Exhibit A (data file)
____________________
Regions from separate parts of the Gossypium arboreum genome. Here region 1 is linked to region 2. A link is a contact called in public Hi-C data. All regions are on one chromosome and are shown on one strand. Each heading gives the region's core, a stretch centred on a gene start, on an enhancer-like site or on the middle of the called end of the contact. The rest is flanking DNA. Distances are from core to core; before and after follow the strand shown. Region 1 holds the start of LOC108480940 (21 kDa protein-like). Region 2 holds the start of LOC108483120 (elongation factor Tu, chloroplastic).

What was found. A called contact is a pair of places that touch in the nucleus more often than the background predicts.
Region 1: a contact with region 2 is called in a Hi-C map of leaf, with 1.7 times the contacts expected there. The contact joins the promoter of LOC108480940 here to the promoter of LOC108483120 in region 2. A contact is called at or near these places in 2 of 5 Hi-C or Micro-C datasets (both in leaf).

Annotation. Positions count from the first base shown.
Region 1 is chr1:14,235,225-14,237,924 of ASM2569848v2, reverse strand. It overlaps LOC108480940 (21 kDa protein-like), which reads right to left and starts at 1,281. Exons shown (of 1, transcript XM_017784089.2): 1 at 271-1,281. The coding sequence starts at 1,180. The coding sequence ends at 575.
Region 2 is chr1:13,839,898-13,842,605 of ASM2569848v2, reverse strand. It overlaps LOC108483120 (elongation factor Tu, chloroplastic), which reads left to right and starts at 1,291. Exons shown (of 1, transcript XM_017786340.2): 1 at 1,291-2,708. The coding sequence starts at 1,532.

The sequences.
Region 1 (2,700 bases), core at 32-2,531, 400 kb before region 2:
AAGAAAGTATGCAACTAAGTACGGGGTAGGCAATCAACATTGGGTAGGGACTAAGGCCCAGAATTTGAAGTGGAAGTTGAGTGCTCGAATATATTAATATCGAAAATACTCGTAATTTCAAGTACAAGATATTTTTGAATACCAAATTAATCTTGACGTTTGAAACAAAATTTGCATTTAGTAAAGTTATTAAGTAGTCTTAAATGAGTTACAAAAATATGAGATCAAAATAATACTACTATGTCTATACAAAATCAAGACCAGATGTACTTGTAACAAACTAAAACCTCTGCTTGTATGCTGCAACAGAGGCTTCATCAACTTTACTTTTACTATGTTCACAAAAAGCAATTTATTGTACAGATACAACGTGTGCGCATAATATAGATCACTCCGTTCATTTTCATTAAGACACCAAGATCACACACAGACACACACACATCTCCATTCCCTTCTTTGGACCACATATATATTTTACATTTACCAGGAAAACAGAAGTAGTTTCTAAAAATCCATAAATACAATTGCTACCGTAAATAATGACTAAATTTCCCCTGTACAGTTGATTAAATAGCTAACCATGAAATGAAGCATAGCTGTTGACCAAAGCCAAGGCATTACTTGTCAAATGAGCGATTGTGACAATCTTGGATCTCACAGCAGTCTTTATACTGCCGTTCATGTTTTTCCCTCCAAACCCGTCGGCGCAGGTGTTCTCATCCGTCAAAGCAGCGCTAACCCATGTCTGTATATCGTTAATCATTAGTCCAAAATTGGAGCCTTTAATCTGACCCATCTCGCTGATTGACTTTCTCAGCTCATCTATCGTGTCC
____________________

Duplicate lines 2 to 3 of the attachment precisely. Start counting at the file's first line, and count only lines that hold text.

What was found. A called contact is a pair of places that touch in the nucleus more often than the background predicts.
Region 1: a contact with region 2 is called in a Hi-C map of leaf, with 1.7 times the contacts expected there. The contact joins the promoter of LOC108480940 here to the promoter of LOC108483120 in region 2. A contact is called at or near these places in 2 of 5 Hi-C or Micro-C datasets (both in leaf).